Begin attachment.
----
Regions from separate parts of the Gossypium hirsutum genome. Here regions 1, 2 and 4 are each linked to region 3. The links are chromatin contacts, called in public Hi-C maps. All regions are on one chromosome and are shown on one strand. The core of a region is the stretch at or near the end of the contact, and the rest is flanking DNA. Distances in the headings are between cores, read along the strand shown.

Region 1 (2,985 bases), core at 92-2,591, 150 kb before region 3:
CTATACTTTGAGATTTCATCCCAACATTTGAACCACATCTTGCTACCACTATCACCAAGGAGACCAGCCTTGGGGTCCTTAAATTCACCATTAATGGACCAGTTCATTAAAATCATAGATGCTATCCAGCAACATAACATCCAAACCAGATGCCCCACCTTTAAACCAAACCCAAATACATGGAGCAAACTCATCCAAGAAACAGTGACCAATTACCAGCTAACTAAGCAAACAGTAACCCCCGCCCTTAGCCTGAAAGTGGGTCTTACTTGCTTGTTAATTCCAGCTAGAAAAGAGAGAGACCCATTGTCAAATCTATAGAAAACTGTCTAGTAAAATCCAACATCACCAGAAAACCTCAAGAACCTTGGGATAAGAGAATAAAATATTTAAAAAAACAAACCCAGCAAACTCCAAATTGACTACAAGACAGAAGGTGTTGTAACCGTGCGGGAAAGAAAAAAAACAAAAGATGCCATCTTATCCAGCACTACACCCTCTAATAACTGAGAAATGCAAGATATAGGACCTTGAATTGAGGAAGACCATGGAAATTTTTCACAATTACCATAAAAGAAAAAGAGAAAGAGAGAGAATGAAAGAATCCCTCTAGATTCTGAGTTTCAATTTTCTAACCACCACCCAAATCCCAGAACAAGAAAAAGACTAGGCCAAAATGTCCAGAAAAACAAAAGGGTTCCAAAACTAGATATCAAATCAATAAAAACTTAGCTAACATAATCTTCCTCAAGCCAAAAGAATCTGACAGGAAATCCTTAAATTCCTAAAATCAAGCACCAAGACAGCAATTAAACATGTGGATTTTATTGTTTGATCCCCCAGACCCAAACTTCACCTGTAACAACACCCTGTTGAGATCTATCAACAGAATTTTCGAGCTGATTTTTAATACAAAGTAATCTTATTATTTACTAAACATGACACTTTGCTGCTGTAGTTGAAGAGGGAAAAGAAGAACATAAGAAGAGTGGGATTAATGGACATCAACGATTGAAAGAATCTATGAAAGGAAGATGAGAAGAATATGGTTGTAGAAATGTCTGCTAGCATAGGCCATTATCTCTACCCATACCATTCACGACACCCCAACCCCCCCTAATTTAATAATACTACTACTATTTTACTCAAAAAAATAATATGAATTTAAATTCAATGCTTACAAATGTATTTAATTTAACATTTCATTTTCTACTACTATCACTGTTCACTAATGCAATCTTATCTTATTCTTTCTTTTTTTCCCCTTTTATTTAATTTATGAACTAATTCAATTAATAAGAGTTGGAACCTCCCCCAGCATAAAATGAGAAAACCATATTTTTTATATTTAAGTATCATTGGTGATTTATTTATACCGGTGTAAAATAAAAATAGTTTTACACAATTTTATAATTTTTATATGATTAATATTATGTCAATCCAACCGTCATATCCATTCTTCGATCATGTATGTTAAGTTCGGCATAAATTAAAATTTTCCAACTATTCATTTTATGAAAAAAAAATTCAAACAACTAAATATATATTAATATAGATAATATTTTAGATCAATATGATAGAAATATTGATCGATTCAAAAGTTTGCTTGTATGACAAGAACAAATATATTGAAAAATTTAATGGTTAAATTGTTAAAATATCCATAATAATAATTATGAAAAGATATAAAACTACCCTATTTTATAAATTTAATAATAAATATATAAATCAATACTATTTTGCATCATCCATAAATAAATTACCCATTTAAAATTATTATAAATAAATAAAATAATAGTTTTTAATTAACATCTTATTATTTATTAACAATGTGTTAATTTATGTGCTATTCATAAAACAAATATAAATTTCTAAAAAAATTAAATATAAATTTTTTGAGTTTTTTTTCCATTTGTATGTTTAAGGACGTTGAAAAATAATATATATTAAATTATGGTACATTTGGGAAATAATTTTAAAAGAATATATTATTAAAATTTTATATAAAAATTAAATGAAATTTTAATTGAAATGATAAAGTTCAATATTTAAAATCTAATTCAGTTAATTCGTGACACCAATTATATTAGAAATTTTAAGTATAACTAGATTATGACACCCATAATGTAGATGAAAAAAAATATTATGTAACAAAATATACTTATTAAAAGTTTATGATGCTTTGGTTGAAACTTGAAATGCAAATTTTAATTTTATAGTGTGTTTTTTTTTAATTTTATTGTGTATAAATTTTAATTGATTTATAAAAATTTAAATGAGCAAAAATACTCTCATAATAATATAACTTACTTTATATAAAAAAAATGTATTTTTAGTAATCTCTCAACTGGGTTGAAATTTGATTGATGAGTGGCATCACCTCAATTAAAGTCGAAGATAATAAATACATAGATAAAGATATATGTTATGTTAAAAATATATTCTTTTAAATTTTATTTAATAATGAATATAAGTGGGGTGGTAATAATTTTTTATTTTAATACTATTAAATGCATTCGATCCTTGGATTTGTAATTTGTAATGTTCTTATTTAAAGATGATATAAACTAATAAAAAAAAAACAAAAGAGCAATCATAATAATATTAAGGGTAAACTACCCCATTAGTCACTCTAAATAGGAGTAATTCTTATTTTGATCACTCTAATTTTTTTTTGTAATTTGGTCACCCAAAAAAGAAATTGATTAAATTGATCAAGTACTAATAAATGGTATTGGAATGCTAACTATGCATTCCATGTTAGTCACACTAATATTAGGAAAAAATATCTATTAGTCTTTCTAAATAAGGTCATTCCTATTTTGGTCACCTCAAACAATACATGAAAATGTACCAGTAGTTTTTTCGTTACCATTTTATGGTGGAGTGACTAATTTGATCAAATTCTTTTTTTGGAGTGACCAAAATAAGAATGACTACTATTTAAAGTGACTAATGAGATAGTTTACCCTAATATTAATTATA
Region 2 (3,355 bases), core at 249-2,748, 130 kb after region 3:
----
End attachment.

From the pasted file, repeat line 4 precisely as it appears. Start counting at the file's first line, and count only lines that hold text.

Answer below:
Region 2 (3,355 bases), core at 249-2,748, 130 kb after region 3: